Leaked Apple device IDs not stolen from FBI, but Florida app maker

Photo by Shutterstock / deepspacedave

Hacker collective Anonymous may not have been truthful about the source of the Apple device identifiers it posted on the web last week. (Shocking, right?) The group claimed the 1 million unique device identifiers (UDIDs) tied to Apple iPhones, iPads and iPods it made public were taken from an FBI agent’s computer, but the FBI denied that outright. On Monday, a Florida company that works with mobile content said it was the source of the UDIDs, according to both NBC News and the New York Times.

The company is called BlueToad, and it builds mobile apps for 6,000 publishers to display their content on mobile devices like Apple’s iOS devices. CEO Paul DeHart said his company compared the file released by the hackers and found a 98 percent match to UDIDs in its own databases, according to NBC’s report. The group published 1 million device IDs, but claimed to have stolen 12 million from the FBI.

DeHart also told the NYT that the 12 million number isn’t correct, and that the theft didn’t occur in March, another claim:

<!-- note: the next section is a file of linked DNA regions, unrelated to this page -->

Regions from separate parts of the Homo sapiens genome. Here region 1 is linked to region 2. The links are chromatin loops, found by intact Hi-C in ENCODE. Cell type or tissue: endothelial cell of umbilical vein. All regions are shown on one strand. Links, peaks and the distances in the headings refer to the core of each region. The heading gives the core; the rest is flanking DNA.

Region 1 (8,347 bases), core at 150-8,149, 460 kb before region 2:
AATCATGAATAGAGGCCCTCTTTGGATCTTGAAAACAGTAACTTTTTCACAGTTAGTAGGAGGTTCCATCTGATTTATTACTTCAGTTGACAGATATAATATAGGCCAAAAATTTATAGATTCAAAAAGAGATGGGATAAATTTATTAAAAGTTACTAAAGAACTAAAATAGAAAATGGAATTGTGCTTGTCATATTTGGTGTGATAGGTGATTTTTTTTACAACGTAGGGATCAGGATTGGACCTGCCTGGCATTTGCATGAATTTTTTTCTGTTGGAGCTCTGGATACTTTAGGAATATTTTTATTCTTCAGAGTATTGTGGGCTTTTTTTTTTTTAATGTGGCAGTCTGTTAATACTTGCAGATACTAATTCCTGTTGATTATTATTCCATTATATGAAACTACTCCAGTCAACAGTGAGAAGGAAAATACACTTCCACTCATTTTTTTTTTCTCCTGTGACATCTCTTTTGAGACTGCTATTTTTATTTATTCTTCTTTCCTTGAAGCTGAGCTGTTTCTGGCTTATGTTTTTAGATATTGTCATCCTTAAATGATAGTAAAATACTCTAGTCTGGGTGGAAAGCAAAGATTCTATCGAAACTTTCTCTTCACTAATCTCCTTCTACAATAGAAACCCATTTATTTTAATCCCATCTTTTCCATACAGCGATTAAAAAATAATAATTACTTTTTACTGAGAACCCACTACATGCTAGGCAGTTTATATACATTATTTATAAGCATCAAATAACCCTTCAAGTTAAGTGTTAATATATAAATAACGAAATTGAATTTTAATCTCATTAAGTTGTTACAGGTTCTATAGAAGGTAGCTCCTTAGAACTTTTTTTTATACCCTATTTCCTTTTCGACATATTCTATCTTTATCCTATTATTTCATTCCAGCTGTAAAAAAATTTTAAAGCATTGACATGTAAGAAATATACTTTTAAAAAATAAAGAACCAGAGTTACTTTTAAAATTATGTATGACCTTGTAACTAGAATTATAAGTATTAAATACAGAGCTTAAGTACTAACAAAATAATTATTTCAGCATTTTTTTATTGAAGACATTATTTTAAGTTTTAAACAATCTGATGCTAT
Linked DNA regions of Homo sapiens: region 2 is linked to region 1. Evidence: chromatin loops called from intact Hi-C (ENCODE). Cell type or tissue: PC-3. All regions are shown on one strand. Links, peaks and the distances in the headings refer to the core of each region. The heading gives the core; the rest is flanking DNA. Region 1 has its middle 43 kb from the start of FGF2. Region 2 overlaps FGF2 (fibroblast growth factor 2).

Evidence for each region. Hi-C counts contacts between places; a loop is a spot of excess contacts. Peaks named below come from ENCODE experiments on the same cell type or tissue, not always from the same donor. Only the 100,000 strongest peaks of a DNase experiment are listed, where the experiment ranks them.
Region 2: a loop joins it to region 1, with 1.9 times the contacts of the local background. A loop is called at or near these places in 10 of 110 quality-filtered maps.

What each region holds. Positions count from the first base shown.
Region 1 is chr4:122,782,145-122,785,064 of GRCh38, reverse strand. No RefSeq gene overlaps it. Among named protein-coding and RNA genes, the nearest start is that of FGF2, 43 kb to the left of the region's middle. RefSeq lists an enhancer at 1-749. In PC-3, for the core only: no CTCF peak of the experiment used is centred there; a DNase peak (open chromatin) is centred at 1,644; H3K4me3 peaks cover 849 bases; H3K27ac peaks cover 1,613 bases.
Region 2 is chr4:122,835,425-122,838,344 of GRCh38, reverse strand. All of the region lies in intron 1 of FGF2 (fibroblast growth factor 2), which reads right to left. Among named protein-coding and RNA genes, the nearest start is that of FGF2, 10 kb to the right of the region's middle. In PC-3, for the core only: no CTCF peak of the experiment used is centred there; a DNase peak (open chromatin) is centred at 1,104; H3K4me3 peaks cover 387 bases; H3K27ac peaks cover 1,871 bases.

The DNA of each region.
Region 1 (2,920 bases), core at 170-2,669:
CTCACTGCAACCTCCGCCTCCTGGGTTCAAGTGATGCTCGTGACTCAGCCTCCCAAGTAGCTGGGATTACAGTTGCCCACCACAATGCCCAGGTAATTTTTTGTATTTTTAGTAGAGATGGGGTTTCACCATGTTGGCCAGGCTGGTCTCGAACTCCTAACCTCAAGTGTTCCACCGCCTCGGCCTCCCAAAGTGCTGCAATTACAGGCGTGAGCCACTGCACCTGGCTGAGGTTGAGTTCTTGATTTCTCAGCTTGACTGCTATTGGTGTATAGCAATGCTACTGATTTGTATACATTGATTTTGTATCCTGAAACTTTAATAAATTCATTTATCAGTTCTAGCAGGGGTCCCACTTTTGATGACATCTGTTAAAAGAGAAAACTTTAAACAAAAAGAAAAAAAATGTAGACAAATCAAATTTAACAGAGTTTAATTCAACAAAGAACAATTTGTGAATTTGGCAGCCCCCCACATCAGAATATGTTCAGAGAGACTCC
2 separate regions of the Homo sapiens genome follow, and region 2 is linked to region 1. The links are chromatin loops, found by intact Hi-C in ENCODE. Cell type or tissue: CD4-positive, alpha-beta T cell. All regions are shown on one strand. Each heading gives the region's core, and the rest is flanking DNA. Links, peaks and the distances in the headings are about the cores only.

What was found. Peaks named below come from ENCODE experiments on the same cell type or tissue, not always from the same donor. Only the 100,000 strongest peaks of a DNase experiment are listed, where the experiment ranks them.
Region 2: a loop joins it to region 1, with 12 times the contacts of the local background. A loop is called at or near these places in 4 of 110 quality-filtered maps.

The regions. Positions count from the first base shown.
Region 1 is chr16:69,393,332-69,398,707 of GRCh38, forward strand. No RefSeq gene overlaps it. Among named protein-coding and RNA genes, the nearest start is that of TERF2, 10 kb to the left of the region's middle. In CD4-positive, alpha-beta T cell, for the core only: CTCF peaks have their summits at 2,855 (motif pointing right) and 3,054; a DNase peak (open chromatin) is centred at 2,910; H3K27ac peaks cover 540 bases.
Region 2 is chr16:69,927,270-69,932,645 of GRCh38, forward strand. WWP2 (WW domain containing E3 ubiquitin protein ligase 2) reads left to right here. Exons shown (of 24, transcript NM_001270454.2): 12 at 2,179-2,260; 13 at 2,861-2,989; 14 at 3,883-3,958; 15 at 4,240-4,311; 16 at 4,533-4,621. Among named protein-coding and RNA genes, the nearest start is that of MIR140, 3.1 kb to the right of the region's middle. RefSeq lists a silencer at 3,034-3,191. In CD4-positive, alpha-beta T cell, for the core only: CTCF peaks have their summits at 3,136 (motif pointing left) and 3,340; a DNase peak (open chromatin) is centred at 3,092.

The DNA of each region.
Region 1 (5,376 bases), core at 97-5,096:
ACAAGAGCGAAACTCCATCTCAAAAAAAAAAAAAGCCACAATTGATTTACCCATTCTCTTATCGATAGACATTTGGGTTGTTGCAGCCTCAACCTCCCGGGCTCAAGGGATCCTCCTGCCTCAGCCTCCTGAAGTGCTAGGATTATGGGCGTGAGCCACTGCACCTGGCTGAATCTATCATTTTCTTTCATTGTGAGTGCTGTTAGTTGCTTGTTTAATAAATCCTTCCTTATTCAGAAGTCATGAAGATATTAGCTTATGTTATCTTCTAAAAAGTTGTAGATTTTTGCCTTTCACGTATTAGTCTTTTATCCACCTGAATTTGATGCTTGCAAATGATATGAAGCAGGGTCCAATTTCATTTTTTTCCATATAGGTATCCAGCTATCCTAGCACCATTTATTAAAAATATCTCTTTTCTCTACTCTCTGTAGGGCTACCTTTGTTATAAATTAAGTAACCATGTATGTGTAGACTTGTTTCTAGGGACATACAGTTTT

‘We decided to come forward to apologize to our customers, partners and the public in general that this got out there,’ Mr. DeHart said in an interview. ‘We face thousands of attacks every day that we’ve been successful at defending. This one happened to get through.’

Mr. DeHart said his company had contacted law enforcement, as well as Apple, to alert them to the breach and had hired an outside security firm to patch its systems. He said BlueToad had ‘nowhere near’ the 12 million identification numbers that the hackers claimed to have stolen.

Anonymous last week said that part of its aim in posting the UDIDs, besides to illustrate that the FBI might be tracking Americans’ cell phones, was to demonstrate that Apple’s use of the identifiers tied to specific devices, even while anonymized, was a dangerous idea. But even while it appears the group was lying, the point reminded us of the possible privacy invasion resulting from advertisers, app makers, Apple and possibly other organizations having a number that, with a bit of additional information, can reveal the identity of a device’s owner.

Apple denied handing over the UDIDs to law enforcement, but also noted that it intends to do away with the use of UDIDs in favor of a new solution in its next major mobile software update, which should be sometime in the next few weeks.

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